Scott Powers reports for Florida Politics – “State Rep. Bob Cortes is speaking out about a rate hike approved by the Public Service Commission last week. The Altamont Springs Republican believes the hike will double water and sewer rates for western Seminole County residents… Utilities, Inc. of Florida… sought rate increases to cover capital investment in its petition to upgrade aging infrastructure and to replace aging water main piping for systems in Seminole, Orange, Pasco and Pinellas counties… Cortes and other lawmakers from the service areas – including state Rep. Scott Plakon and state Sen. David Simmons from Seminole – had argued against the rate increases at public hearings earlier this year and in correspondence. Seminole County Commissioner Lee Constantine also was active in opposing the Seminole rate increase.” Read Bob Cortes blasts Public Service Commission for Seminole water rate hike
John Charles Robbins reports for Miami Today – “Cleanup of the long-polluted Miami River tributary comes two years after the city commission approved the Wagner Creek and Seybold Canal Maintenance Dredging and Environmental Cleanup Project.” Read Cleanup of polluted Wagner Creek and Seybold Canal begins
Lisa Friedman reports for The New York Times – “The (climate change) report was completed this year and is a special science section of the National Climate Assessment, which is congressionally mandated every four years. The National Academy of Sciences has signed off on the draft report (written by scientists from 13 federal agencies), and the authors are awaiting permission from the Trump administration to release it… The report concludes that even if humans immediately stopped emitting greenhouse gases into the atmosphere, the world would still feel at least an additional 0.50 degrees Fahrenheit (0.30 degrees Celsius) of warming over this century compared with today. The projected actual rise, scientists say, will be as much as 2 degrees Celsius… Among the more significant of the study’s findings is that it is possible to attribute some extreme weather to climate change… Scientists say they fear that the Trump administration could change or suppress the report… Worldwide, the draft report finds it ‘extremely likely’ that more than half of the global mean temperature increase since 1951 can be linked to human influence… The study… notes that stabilizing the global mean temperature increase to 2 degrees Celsius – what scientists have referred to as the guardrail beyond which changes become catastrophic – will require significant reductions in global levels of carbon dioxide.” Read Scientists Fear Trump will Dismiss Blunt Climate Report
From Our Readers
The information in this section is forwarded to you at the request of some of our readers. Inclusion in this section does not necessarily constitute endorsement by the FCC.
Upcoming Environmental Events
August 9, 6:30 pm – Attend a free screening of “An Inconvenient Sequel: Truth to Power,” in Orlando. For more information, and to register, click here. Seating is limited.
August 10, 7:00 pm – Attend Chasing Coral – Movie Night in Tallahassee. Coral reefs around the world are vanishing at an unprecedented rate. Divers, photographers and scientists set out on an ocean adventure to discover why the reefs are disappearing and to reveal the underwater mystery to the world. For more information, click here.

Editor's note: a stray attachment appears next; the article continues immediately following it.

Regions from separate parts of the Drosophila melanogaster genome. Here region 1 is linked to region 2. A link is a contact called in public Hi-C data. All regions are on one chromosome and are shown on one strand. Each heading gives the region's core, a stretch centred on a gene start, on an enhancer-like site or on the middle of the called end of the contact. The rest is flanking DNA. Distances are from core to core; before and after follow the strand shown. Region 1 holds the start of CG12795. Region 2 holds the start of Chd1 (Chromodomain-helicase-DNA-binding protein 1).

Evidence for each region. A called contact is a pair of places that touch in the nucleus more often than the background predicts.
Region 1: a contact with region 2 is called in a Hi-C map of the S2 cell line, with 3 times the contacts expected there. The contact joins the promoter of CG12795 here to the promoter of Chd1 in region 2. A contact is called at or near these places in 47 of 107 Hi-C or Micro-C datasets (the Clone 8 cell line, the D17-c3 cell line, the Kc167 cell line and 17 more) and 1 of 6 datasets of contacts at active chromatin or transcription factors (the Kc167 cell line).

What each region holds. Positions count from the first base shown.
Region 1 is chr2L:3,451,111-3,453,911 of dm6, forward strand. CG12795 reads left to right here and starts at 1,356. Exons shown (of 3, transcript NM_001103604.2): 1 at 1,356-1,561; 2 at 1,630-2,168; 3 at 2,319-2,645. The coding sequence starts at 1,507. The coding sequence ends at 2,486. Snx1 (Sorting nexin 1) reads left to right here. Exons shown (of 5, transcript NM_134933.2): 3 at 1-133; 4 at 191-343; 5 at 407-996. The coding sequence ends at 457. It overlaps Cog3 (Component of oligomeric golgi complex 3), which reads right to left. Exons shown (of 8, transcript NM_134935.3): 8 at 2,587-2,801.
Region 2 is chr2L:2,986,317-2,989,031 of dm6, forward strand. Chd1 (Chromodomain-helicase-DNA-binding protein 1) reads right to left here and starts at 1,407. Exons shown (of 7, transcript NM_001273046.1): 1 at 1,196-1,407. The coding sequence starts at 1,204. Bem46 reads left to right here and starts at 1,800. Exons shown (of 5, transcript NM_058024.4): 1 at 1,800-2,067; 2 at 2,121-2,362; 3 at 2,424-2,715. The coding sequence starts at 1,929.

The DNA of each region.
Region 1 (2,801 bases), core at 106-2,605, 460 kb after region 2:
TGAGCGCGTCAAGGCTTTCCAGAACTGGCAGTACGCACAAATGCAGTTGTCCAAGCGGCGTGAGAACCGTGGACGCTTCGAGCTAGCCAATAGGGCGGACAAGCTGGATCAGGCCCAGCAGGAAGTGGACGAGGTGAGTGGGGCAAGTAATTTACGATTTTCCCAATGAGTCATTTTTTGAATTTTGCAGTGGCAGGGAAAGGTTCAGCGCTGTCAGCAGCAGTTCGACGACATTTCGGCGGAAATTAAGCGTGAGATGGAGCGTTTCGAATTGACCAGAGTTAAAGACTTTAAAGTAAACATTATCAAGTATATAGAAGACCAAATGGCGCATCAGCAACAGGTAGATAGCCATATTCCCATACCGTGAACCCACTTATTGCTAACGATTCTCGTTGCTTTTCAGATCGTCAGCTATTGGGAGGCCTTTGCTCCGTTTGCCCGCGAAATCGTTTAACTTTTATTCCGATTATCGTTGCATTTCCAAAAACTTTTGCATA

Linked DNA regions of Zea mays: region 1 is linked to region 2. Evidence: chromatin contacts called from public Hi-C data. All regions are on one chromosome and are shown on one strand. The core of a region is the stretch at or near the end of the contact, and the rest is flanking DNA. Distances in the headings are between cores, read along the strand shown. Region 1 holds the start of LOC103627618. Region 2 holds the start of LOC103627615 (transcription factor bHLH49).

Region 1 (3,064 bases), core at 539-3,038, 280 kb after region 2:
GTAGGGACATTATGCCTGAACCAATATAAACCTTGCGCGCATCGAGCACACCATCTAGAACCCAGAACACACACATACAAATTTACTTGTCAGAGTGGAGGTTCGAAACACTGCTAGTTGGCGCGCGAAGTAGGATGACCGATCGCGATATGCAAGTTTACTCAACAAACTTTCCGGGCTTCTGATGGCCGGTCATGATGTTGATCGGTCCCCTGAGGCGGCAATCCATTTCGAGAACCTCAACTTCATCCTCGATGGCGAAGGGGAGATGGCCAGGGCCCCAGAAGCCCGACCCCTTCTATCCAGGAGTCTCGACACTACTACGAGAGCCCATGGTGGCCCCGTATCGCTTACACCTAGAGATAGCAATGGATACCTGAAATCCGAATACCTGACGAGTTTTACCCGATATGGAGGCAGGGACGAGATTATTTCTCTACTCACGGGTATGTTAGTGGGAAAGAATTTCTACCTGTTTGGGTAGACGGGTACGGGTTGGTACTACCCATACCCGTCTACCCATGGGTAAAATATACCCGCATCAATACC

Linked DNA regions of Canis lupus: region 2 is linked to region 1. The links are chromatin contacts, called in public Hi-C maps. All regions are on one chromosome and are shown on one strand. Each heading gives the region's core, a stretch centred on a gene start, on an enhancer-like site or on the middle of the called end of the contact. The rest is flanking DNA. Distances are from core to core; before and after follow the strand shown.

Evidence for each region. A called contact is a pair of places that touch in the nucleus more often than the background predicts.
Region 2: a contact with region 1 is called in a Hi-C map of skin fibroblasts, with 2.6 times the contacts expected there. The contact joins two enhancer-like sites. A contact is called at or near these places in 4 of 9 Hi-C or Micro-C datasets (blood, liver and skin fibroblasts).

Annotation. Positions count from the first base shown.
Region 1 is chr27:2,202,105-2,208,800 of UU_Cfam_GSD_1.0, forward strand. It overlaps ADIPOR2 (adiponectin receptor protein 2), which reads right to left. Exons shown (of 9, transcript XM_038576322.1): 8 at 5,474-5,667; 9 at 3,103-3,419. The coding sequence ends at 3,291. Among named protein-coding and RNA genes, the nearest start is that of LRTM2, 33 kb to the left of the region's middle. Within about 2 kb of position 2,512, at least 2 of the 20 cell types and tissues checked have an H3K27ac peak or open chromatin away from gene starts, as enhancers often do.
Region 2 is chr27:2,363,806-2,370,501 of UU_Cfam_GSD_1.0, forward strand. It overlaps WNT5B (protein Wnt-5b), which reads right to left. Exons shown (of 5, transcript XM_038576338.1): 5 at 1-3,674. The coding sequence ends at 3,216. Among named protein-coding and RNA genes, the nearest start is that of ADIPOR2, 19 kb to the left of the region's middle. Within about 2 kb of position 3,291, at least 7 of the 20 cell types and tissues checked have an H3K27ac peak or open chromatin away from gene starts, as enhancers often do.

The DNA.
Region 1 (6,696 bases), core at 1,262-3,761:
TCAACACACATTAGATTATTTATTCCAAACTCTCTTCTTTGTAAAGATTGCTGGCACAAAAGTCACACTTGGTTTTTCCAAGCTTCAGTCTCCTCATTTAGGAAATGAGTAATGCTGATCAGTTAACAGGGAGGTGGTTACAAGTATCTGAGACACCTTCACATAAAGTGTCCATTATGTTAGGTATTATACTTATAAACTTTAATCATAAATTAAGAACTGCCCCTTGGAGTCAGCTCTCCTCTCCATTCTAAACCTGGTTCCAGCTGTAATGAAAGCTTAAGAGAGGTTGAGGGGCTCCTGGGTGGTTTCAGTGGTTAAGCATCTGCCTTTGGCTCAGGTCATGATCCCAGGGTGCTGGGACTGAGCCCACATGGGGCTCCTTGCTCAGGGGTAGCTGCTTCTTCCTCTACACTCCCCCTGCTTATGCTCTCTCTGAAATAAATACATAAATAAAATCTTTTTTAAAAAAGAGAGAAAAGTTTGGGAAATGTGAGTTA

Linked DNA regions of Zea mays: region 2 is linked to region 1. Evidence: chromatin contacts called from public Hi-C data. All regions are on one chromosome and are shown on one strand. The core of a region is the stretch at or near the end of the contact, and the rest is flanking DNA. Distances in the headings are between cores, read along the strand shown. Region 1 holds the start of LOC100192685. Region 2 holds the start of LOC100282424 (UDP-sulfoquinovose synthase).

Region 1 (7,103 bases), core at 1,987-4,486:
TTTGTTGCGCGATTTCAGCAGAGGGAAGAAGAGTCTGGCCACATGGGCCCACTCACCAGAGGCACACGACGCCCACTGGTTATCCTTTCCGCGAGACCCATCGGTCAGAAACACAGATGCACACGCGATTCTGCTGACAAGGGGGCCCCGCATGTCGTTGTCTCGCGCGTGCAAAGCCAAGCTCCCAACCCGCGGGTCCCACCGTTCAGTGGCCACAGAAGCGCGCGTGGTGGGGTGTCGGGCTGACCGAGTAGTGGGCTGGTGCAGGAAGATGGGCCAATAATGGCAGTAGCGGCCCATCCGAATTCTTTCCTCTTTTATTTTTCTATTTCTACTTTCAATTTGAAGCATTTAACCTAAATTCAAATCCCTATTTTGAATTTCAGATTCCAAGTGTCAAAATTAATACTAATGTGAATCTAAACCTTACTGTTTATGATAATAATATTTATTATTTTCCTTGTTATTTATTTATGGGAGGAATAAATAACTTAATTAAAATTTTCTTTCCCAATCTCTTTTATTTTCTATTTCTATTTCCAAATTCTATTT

August 12, 4:00 pm – Participate in the Hot City-Cool City Walking Tour in Pensacola. During the walk, participants will explore old and new ways that cities can adapt to the higher temperatures and heavier rainfall of our changing climate. For more information email firstname.lastname@example.org, call (850) 687 – 9968, or click here.
August 15, 7:00 – Attend a free, public solar information meeting at the Coral Gables Adult Center (2 Andalusia Ave.) in Coral Gables. The meeting is hosted by the Central Miami (North) Solar Co-op. For more information and to register, click here.
August 16, 7:00 – Attend a free, public solar information meeting at the Unitarian Universalist Church (7701 SW 76th Ave.) in Miami. The meeting is hosted by the Central Miami (South) Solar Co-op. For more information, click here.
August 20-23 – Join the Howard T. Odum Florida Springs Institute for its annual Florida Springs Field School; four days of outdoor activities and springs education in the Ocala National Forest! Field trip locations include Silver Springs State Park, Salt Springs, Juniper Springs, and Silver Glen Springs. For more information, click here or call (386) 454 - 2427.
September 16, 9:00 AM – Participate in the Big Talbot Island Cleanup. For more information, click here.
Do you know of an upcoming environmental event or meeting you would like to include in the FCC News Brief? Send us a quick e-mail and we will include it for you.
We hope you enjoy this service and find it valuable. Our goal is to provide you with the latest environmental news from around the state. Our hope is that you will use this information to more effectively and frequently contact your elected representatives, and add your voice to the growing chorus of Floridians concerned about the condition of our environment and the recent direction of environmental policies.
Please send all suggestions, comments, and criticism to Gladys Delgadillo at email@example.com.
About the FCC: The Florida Conservation Coalition (FCC) is composed of 80 conservation-minded organizations and over two thousand individuals devoted to protecting and conserving Florida’s land, fish and wildlife, and water resources.
For more information on the FCC visit https://www.wearefcc.org/